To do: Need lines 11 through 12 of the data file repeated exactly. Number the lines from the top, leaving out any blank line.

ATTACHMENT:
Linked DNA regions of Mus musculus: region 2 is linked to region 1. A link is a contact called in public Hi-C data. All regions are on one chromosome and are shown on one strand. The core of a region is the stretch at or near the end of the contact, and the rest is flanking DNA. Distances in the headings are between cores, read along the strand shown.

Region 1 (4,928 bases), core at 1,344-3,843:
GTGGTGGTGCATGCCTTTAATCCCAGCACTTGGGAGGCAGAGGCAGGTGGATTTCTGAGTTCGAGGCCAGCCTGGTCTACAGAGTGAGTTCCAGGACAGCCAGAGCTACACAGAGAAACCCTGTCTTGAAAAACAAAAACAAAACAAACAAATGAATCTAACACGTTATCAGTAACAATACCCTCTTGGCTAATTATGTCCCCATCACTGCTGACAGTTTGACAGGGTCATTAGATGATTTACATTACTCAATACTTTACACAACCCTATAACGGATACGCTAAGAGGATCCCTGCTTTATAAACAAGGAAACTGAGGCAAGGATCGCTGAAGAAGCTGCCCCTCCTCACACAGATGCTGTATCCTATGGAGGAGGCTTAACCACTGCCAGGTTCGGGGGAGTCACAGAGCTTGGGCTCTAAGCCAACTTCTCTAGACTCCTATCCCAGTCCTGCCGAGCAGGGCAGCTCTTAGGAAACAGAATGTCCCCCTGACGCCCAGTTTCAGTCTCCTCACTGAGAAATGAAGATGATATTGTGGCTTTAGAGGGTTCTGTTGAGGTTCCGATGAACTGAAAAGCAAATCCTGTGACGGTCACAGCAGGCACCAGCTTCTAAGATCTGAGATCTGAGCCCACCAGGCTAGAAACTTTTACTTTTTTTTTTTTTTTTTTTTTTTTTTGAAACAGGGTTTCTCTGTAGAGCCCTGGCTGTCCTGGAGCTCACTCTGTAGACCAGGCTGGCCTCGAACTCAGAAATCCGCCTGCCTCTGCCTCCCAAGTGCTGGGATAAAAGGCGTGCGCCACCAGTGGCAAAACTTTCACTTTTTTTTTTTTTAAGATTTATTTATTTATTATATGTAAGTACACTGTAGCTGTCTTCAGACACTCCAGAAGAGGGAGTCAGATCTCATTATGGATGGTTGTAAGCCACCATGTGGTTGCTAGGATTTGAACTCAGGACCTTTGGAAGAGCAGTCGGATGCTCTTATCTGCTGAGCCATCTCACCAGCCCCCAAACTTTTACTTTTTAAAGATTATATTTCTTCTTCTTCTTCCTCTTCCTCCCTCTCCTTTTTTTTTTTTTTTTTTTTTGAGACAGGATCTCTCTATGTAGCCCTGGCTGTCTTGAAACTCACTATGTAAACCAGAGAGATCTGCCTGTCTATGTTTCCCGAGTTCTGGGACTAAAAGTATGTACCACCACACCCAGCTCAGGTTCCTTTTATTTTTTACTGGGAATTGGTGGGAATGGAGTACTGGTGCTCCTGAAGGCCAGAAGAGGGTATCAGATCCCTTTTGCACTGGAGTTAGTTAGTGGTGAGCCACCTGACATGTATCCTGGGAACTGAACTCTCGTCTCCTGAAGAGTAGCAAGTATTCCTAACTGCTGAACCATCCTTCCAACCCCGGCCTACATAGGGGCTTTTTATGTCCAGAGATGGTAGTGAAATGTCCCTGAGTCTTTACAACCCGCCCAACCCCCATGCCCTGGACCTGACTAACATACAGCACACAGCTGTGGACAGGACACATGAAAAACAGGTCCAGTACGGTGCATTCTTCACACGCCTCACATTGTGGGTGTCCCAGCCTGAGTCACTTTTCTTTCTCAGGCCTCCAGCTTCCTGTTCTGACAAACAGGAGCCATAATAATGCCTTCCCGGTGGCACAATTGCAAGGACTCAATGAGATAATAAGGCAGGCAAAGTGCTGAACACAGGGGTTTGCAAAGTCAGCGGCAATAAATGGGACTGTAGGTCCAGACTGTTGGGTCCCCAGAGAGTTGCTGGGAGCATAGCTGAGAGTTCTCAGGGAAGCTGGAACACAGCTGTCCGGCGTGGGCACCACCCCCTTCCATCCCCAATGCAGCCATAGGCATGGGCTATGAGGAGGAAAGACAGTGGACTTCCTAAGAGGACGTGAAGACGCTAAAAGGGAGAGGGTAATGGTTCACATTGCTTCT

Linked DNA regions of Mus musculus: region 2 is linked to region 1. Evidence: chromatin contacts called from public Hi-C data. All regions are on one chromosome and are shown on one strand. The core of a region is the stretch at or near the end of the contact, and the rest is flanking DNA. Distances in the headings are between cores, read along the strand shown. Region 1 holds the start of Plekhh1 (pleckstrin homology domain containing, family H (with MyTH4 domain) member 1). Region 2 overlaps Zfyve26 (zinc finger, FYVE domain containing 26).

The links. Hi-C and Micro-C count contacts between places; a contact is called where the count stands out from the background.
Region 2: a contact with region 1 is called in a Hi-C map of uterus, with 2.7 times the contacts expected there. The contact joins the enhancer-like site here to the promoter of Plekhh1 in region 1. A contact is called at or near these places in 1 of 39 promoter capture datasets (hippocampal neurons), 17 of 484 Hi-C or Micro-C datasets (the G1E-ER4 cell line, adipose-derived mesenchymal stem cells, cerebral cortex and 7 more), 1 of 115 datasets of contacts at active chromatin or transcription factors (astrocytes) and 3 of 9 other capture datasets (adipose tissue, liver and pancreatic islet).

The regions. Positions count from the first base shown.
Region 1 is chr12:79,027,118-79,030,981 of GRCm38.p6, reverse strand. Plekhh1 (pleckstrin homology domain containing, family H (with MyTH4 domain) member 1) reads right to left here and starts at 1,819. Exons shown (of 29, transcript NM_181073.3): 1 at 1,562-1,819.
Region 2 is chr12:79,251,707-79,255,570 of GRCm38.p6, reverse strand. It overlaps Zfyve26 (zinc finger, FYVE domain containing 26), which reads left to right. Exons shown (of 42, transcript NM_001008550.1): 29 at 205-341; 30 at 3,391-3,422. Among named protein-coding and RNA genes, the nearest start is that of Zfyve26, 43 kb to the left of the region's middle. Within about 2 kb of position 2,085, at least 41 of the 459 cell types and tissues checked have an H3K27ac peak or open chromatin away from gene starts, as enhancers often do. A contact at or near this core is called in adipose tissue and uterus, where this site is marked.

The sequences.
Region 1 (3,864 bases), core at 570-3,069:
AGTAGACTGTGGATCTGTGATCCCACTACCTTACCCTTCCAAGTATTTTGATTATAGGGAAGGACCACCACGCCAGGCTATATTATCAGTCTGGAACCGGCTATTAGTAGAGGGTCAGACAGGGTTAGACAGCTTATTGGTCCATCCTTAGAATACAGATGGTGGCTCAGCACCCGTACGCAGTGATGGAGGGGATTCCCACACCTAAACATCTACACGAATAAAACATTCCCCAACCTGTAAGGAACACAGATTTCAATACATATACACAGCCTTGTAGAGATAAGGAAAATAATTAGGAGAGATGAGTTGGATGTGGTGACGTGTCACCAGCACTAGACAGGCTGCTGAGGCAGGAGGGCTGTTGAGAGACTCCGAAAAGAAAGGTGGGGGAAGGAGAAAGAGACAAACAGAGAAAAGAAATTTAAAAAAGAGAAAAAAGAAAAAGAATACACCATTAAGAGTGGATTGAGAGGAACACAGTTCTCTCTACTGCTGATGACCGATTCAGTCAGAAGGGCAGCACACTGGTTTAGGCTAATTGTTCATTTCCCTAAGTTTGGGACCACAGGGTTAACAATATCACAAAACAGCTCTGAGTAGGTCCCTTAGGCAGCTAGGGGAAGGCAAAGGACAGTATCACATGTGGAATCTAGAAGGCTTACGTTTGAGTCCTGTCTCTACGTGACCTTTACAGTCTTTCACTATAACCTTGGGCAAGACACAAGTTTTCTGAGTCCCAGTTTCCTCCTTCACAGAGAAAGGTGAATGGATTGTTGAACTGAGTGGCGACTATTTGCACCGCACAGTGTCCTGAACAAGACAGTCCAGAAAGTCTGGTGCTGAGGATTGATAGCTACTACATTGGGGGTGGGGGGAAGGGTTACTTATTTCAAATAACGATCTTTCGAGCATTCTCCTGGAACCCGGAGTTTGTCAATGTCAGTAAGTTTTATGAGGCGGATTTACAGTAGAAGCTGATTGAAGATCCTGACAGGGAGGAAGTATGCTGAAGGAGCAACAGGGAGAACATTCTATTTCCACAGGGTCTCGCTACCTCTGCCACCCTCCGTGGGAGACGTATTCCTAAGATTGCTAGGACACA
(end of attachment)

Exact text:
Region 1 (3,864 bases), core at 570-3,069:
AGTAGACTGTGGATCTGTGATCCCACTACCTTACCCTTCCAAGTATTTTGATTATAGGGAAGGACCACCACGCCAGGCTATATTATCAGTCTGGAACCGGCTATTAGTAGAGGGTCAGACAGGGTTAGACAGCTTATTGGTCCATCCTTAGAATACAGATGGTGGCTCAGCACCCGTACGCAGTGATGGAGGGGATTCCCACACCTAAACATCTACACGAATAAAACATTCCCCAACCTGTAAGGAACACAGATTTCAATACATATACACAGCCTTGTAGAGATAAGGAAAATAATTAGGAGAGATGAGTTGGATGTGGTGACGTGTCACCAGCACTAGACAGGCTGCTGAGGCAGGAGGGCTGTTGAGAGACTCCGAAAAGAAAGGTGGGGGAAGGAGAAAGAGACAAACAGAGAAAAGAAATTTAAAAAAGAGAAAAAAGAAAAAGAATACACCATTAAGAGTGGATTGAGAGGAACACAGTTCTCTCTACTGCTGATGACCGATTCAGTCAGAAGGGCAGCACACTGGTTTAGGCTAATTGTTCATTTCCCTAAGTTTGGGACCACAGGGTTAACAATATCACAAAACAGCTCTGAGTAGGTCCCTTAGGCAGCTAGGGGAAGGCAAAGGACAGTATCACATGTGGAATCTAGAAGGCTTACGTTTGAGTCCTGTCTCTACGTGACCTTTACAGTCTTTCACTATAACCTTGGGCAAGACACAAGTTTTCTGAGTCCCAGTTTCCTCCTTCACAGAGAAAGGTGAATGGATTGTTGAACTGAGTGGCGACTATTTGCACCGCACAGTGTCCTGAACAAGACAGTCCAGAAAGTCTGGTGCTGAGGATTGATAGCTACTACATTGGGGGTGGGGGGAAGGGTTACTTATTTCAAATAACGATCTTTCGAGCATTCTCCTGGAACCCGGAGTTTGTCAATGTCAGTAAGTTTTATGAGGCGGATTTACAGTAGAAGCTGATTGAAGATCCTGACAGGGAGGAAGTATGCTGAAGGAGCAACAGGGAGAACATTCTATTTCCACAGGGTCTCGCTACCTCTGCCACCCTCCGTGGGAGACGTATTCCTAAGATTGCTAGGACACA